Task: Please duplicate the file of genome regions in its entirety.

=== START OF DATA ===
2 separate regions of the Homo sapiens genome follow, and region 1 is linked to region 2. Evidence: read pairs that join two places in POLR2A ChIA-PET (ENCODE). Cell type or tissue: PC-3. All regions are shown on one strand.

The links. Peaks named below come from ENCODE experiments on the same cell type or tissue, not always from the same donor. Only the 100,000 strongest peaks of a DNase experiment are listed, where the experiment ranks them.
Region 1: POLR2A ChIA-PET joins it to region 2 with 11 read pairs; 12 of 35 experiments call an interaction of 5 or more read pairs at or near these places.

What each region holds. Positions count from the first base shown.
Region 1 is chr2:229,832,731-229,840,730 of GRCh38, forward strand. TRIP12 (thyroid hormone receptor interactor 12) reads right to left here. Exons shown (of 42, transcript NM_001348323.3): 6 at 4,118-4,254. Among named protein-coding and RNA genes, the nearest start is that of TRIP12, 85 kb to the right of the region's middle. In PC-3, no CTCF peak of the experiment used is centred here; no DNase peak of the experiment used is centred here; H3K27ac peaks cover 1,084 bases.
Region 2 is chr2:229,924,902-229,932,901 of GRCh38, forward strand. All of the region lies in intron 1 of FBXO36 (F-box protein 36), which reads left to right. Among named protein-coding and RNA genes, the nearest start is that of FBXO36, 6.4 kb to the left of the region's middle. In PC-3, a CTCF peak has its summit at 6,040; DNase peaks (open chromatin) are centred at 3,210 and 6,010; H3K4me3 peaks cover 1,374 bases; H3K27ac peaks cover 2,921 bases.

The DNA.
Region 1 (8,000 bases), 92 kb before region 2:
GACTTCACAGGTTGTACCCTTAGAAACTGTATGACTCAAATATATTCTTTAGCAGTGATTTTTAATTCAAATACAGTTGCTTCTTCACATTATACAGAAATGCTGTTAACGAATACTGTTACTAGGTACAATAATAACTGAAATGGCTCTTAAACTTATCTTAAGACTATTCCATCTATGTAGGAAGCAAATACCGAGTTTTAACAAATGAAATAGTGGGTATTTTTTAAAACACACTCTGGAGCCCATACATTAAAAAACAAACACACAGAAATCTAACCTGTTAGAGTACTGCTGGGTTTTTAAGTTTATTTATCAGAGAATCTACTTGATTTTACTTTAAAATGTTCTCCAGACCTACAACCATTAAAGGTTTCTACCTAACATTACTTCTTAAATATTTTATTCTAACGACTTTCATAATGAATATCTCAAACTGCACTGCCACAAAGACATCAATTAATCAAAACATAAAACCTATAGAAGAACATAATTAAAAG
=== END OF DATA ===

2 separate regions of the Homo sapiens genome follow, and region 1 is linked to region 2. Evidence: read pairs that join two places in POLR2A ChIA-PET (ENCODE). Cell type or tissue: PC-3. All regions are shown on one strand.

The links. Peaks named below come from ENCODE experiments on the same cell type or tissue, not always from the same donor. Only the 100,000 strongest peaks of a DNase experiment are listed, where the experiment ranks them.
Region 1: POLR2A ChIA-PET joins it to region 2 with 11 read pairs; 12 of 35 experiments call an interaction of 5 or more read pairs at or near these places.

What each region holds. Positions count from the first base shown.
Region 1 is chr2:229,832,731-229,840,730 of GRCh38, forward strand. TRIP12 (thyroid hormone receptor interactor 12) reads right to left here. Exons shown (of 42, transcript NM_001348323.3): 6 at 4,118-4,254. Among named protein-coding and RNA genes, the nearest start is that of TRIP12, 85 kb to the right of the region's middle. In PC-3, no CTCF peak of the experiment used is centred here; no DNase peak of the experiment used is centred here; H3K27ac peaks cover 1,084 bases.
Region 2 is chr2:229,924,902-229,932,901 of GRCh38, forward strand. All of the region lies in intron 1 of FBXO36 (F-box protein 36), which reads left to right. Among named protein-coding and RNA genes, the nearest start is that of FBXO36, 6.4 kb to the left of the region's middle. In PC-3, a CTCF peak has its summit at 6,040; DNase peaks (open chromatin) are centred at 3,210 and 6,010; H3K4me3 peaks cover 1,374 bases; H3K27ac peaks cover 2,921 bases.

The DNA.
Region 1 (8,000 bases), 92 kb before region 2:
GACTTCACAGGTTGTACCCTTAGAAACTGTATGACTCAAATATATTCTTTAGCAGTGATTTTTAATTCAAATACAGTTGCTTCTTCACATTATACAGAAATGCTGTTAACGAATACTGTTACTAGGTACAATAATAACTGAAATGGCTCTTAAACTTATCTTAAGACTATTCCATCTATGTAGGAAGCAAATACCGAGTTTTAACAAATGAAATAGTGGGTATTTTTTAAAACACACTCTGGAGCCCATACATTAAAAAACAAACACACAGAAATCTAACCTGTTAGAGTACTGCTGGGTTTTTAAGTTTATTTATCAGAGAATCTACTTGATTTTACTTTAAAATGTTCTCCAGACCTACAACCATTAAAGGTTTCTACCTAACATTACTTCTTAAATATTTTATTCTAACGACTTTCATAATGAATATCTCAAACTGCACTGCCACAAAGACATCAATTAATCAAAACATAAAACCTATAGAAGAACATAATTAAAAG